Marines Attack Taliban, Al Qaeda Forces
SOUTHERN AFGHANISTAN – U.S. Marines attacked a Taliban convoy near Kandahar for the first time Friday, killing seven fighters in their first offensive ground action since setting up base in southern Afghanistan.
No Marines were injured in the attack, according to Pentagon officials.
Three Taliban vehicles approached a "hunter-killer" team of patrolling Marines on a road Thursday night, and the Marines attacked from the ground and from the air, said Capt. David Romley.
"The enemy were shot dead," Romley said. "The forces killed were believed to be Al Qaeda and Taliban forces."
Some of the Taliban and Al Qaeda forces were in vehicles and some jumped out, fighting from the ground, he said. The Marines on the ground destroyed one of the vehicles, and U.S. aircraft destroyed two more. It was unclear whether the aircraft came from the Marine airstrip or were based at sea.
Romley didn't specify the time of the attack, nor specify where it occurred, other than to say it was on a road "near Kandahar." Kandahar was the last major city under Taliban control, and was being occupied by anti-Taliban Pashtun forces on Friday.
Romley said the attack was the Marines' first offensive ground operation since seizing a desert airstrip as Forward Operating Base Rhino on Nov. 25.
Since the Marines seized the desert airstrip, their only combat operation came on their second day, when Cobra helicopter gunships from the base helped warplanes from elsewhere attack a suspected hostile convoy that passed nearby.
But the Marines had announced Wednesday that they would move to a more aggressive mode to prevent the Taliban from escaping or bringing reinforcements into Kandahar.
The Marines also reported Taliban forces around the base itself, which went on alert Thursday night after lookouts spotted Taliban fighters "probing the perimeter of the base," Romley said.
The Marines shot flares into the night sky, and fired mortars into the desert. An automatic grenade launcher also was used, Romley said.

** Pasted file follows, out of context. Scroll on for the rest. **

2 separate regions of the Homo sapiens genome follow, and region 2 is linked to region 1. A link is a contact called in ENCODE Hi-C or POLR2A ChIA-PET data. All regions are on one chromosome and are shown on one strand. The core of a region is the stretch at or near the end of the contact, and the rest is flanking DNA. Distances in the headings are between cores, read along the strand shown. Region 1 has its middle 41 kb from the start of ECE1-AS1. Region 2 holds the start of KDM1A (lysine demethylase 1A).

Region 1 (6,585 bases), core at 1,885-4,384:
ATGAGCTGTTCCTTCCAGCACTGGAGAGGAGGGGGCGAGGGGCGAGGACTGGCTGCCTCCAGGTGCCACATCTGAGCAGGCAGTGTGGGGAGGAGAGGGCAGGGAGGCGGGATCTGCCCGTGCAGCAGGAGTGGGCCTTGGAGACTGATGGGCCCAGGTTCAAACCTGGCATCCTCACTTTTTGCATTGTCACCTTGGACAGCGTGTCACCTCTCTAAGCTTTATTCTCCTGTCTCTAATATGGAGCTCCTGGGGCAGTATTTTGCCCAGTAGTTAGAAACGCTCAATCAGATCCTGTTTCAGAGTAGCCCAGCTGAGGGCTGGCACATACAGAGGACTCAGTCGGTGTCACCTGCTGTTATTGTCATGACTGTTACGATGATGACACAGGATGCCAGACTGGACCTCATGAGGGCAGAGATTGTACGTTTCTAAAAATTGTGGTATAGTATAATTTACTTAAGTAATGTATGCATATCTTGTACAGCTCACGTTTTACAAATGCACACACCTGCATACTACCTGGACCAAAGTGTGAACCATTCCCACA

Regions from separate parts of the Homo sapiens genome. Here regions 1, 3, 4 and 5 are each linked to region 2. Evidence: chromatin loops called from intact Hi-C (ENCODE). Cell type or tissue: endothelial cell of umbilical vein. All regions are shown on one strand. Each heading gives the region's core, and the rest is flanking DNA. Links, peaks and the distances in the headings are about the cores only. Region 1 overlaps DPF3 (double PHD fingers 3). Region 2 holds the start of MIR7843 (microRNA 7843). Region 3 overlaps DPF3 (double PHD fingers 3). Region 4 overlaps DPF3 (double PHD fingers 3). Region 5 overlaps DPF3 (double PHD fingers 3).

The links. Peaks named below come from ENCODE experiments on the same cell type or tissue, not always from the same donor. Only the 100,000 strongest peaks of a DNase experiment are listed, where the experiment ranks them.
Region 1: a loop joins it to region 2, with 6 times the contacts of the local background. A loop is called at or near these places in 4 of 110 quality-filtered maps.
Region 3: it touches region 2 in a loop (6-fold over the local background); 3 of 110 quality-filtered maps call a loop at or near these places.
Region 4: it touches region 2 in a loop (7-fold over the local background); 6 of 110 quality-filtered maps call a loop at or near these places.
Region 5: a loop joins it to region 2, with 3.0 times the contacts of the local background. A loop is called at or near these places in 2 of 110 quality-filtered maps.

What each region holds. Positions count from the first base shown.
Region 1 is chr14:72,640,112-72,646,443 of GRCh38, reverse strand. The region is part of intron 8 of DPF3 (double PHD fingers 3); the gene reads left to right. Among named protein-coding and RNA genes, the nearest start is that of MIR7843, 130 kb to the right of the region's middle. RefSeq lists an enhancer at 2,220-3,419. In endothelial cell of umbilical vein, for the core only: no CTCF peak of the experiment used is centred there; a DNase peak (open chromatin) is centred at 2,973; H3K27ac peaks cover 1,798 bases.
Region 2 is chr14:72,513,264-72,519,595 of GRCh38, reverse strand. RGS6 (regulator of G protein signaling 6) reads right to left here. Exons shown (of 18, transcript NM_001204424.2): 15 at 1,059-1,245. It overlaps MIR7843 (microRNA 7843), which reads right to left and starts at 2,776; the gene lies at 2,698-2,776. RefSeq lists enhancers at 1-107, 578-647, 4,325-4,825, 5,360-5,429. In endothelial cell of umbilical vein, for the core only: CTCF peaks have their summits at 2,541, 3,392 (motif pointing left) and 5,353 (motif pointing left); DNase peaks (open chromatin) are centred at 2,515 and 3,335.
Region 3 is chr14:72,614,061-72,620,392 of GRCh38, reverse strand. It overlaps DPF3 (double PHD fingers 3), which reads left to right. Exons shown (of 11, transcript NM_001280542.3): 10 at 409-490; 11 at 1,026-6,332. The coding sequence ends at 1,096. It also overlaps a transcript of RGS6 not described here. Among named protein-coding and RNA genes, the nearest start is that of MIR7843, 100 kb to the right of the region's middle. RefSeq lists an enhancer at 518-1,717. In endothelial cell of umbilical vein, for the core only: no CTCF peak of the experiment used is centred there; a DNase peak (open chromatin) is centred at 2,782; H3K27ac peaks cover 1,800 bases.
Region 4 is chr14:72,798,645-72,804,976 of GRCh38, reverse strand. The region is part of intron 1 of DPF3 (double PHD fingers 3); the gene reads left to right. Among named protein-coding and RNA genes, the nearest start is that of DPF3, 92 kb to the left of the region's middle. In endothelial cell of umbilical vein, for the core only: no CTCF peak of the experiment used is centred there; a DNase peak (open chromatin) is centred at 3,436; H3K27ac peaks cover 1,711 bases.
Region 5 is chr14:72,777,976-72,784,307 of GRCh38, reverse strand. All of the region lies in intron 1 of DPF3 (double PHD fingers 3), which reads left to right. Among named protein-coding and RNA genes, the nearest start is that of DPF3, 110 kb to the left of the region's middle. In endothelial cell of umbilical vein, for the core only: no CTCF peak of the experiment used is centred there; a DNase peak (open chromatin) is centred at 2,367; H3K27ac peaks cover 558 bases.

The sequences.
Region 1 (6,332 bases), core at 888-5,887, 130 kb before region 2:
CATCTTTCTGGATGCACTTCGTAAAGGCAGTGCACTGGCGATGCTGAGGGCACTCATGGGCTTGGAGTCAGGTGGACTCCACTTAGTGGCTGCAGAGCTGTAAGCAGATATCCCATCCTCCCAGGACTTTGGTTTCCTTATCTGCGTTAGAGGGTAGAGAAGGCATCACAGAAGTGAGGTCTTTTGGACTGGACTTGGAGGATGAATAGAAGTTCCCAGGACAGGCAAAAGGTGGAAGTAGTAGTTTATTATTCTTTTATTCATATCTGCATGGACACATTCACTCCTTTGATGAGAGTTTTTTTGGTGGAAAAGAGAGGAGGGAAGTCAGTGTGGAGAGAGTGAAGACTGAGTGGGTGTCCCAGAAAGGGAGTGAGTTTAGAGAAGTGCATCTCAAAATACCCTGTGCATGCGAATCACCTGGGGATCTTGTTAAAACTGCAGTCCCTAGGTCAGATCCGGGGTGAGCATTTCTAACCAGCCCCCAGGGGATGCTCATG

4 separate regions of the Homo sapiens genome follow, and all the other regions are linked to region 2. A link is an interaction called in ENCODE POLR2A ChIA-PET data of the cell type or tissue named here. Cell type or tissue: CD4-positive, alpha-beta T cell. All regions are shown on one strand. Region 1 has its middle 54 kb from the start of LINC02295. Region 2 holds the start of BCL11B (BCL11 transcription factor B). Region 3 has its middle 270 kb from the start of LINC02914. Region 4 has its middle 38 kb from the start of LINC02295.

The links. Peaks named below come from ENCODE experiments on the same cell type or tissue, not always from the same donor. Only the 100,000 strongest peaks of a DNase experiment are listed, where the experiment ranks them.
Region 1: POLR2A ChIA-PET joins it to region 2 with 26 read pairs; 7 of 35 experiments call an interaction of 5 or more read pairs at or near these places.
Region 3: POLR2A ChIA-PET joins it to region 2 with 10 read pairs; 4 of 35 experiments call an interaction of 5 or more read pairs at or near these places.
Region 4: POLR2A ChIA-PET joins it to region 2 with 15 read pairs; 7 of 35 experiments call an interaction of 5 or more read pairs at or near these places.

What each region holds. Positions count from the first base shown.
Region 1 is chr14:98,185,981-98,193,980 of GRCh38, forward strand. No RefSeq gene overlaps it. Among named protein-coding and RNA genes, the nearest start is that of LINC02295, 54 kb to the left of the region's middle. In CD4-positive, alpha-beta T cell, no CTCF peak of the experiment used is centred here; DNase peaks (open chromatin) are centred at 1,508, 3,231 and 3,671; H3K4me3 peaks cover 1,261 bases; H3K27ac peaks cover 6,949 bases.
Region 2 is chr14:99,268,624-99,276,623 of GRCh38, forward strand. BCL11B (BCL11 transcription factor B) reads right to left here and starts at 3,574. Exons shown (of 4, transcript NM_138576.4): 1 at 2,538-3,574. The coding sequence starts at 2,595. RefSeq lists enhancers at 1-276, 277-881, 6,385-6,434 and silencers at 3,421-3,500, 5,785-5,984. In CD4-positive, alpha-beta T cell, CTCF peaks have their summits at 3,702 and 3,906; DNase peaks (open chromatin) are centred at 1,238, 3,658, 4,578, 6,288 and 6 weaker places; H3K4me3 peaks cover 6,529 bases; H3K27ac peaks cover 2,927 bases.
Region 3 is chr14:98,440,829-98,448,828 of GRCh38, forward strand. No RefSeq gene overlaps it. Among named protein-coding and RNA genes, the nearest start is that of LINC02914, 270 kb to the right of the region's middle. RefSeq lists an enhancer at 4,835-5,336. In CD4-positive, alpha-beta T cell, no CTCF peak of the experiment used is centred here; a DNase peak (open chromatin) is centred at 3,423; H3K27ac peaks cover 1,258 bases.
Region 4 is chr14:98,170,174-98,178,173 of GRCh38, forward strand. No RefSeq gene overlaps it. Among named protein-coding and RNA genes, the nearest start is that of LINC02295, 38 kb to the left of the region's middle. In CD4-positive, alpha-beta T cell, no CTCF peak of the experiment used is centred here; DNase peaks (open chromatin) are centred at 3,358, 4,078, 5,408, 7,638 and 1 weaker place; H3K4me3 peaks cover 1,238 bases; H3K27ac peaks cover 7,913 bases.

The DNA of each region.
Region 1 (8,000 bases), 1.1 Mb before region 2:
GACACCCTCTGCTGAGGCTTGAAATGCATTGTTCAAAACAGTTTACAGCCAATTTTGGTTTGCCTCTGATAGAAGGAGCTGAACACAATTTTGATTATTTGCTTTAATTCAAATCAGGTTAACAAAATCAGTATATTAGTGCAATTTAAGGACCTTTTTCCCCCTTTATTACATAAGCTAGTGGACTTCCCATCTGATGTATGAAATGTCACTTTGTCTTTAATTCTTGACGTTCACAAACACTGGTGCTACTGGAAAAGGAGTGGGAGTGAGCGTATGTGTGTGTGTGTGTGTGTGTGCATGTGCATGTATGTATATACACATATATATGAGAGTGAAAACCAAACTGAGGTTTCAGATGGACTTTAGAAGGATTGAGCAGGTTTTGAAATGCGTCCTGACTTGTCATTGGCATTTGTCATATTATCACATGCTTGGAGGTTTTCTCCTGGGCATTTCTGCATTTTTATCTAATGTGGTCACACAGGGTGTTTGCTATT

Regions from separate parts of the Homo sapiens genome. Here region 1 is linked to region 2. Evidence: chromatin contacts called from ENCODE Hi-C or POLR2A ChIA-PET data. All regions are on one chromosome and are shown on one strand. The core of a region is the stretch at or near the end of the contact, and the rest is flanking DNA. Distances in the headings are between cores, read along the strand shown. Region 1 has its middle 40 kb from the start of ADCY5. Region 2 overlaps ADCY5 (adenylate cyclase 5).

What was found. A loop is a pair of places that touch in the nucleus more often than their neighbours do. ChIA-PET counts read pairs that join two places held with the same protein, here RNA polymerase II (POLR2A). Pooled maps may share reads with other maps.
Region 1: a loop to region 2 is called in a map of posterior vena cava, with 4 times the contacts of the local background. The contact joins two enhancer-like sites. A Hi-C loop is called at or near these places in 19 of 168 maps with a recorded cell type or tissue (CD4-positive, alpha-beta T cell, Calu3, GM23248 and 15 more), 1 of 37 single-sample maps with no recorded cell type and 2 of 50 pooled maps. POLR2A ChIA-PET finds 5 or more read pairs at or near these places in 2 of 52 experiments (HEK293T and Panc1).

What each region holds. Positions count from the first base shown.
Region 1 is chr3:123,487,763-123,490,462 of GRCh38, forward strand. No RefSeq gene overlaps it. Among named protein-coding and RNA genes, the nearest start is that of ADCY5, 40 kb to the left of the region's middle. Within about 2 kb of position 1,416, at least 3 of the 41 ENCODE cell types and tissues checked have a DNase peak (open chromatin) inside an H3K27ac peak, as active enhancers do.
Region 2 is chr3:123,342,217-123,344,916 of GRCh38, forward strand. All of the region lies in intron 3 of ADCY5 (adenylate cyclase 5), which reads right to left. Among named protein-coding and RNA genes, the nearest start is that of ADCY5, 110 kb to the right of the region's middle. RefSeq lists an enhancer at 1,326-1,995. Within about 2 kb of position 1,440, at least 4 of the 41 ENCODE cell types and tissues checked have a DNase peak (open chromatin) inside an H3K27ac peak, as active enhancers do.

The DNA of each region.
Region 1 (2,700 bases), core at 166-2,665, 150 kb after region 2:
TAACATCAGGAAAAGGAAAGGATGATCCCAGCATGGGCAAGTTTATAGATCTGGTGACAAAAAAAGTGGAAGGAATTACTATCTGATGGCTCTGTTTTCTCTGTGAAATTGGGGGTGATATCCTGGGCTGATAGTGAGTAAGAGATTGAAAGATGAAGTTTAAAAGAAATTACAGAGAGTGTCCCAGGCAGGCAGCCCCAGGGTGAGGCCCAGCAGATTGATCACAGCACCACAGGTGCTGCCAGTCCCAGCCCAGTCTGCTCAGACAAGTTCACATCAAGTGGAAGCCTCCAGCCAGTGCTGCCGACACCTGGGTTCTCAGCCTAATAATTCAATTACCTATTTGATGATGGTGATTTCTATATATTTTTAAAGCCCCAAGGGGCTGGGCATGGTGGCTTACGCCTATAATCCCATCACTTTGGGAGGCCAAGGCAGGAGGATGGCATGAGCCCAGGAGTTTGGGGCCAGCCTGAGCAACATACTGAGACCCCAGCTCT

A UH-1N Huey helicopter also crashed near the airstrip at Camp Rhino on Thursday, but Romley said it did not appear to be due to enemy action. Two servicemen suffered minor injuries, he said.
Smoke billowed over the base, and the fire gave the night sky a red glow.
During the enemy "probing," small arms fire reverberated through the desert base along with the crisp blast of outgoing mortar rounds. Flares lit up the flat, dusty desert around Camp Rhino while journalists crouched in trenches.
Journalists in the camp, who were issued military flak jackets and helmets, could see no incoming fire. However, they heard shouting outside the camp and the sound of gunfire. Helicopters made sweeps overhead in the clear night sky.
Defense Department rules governing the journalists' presence in the camp forbid reporting on exact operational measures. In all, the base went on alert three times overnight.
Marines from Camp Rhino also were called into action on Wednesday after an errant U.S. bomb killed three U.S. servicemen and five anti-Taliban Afghan fighters. Twenty Americans and about 20 Afghans were injured.
Some of them were flown to the base, which has a Navy field medical unit with 10 doctors. The Americans and some of the Afghans were immediately flown out on C130 transports to hospitals elsewhere.
Reporters at the base were kept away from the medical unit as the casualties were brought in.
Maj. James Parrington, executive officer of the Marine Expeditionary Unit 15th's Battalion Landing Team 1, said other troops at the base were aware of the incident and that it has steeled them for the fight.
"This is real. We're not playing around. There are people out there who mean us ill will. It is serious," Parrington said.
The Marines, which U.S. officials have said number about 1,300, include the 15th and the 26th Marine Expeditionary Units, equipped with heavily armored vehicles and anti-tank weapons.
The Associated Press contributed to this report.